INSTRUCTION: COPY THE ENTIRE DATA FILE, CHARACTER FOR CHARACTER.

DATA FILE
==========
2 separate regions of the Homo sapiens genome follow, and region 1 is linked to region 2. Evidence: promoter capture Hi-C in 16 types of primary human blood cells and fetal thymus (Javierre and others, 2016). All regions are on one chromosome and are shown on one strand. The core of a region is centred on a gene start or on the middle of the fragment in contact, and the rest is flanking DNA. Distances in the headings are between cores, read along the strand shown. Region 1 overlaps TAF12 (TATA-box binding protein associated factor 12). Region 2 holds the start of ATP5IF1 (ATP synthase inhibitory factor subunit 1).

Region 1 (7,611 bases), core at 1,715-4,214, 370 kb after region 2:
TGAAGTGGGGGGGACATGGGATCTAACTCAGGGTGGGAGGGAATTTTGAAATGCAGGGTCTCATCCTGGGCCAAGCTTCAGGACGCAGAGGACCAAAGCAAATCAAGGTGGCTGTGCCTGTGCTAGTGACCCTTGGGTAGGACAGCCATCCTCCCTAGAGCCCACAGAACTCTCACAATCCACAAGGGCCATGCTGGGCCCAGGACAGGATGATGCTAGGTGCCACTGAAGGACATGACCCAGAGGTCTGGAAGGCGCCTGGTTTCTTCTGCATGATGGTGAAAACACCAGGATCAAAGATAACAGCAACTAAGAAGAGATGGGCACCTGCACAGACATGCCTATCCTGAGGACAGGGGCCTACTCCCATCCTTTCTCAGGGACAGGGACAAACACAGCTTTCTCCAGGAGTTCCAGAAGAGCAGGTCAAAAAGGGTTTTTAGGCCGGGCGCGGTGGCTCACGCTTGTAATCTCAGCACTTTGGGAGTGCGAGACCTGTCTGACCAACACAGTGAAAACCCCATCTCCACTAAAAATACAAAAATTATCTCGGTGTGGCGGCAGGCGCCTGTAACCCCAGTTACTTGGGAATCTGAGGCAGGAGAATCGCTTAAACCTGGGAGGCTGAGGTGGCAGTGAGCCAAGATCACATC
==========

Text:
2 separate regions of the Homo sapiens genome follow, and region 1 is linked to region 2. Evidence: promoter capture Hi-C in 16 types of primary human blood cells and fetal thymus (Javierre and others, 2016). All regions are on one chromosome and are shown on one strand. The core of a region is centred on a gene start or on the middle of the fragment in contact, and the rest is flanking DNA. Distances in the headings are between cores, read along the strand shown. Region 1 overlaps TAF12 (TATA-box binding protein associated factor 12). Region 2 holds the start of ATP5IF1 (ATP synthase inhibitory factor subunit 1).

Region 1 (7,611 bases), core at 1,715-4,214, 370 kb after region 2:
TGAAGTGGGGGGGACATGGGATCTAACTCAGGGTGGGAGGGAATTTTGAAATGCAGGGTCTCATCCTGGGCCAAGCTTCAGGACGCAGAGGACCAAAGCAAATCAAGGTGGCTGTGCCTGTGCTAGTGACCCTTGGGTAGGACAGCCATCCTCCCTAGAGCCCACAGAACTCTCACAATCCACAAGGGCCATGCTGGGCCCAGGACAGGATGATGCTAGGTGCCACTGAAGGACATGACCCAGAGGTCTGGAAGGCGCCTGGTTTCTTCTGCATGATGGTGAAAACACCAGGATCAAAGATAACAGCAACTAAGAAGAGATGGGCACCTGCACAGACATGCCTATCCTGAGGACAGGGGCCTACTCCCATCCTTTCTCAGGGACAGGGACAAACACAGCTTTCTCCAGGAGTTCCAGAAGAGCAGGTCAAAAAGGGTTTTTAGGCCGGGCGCGGTGGCTCACGCTTGTAATCTCAGCACTTTGGGAGTGCGAGACCTGTCTGACCAACACAGTGAAAACCCCATCTCCACTAAAAATACAAAAATTATCTCGGTGTGGCGGCAGGCGCCTGTAACCCCAGTTACTTGGGAATCTGAGGCAGGAGAATCGCTTAAACCTGGGAGGCTGAGGTGGCAGTGAGCCAAGATCACATC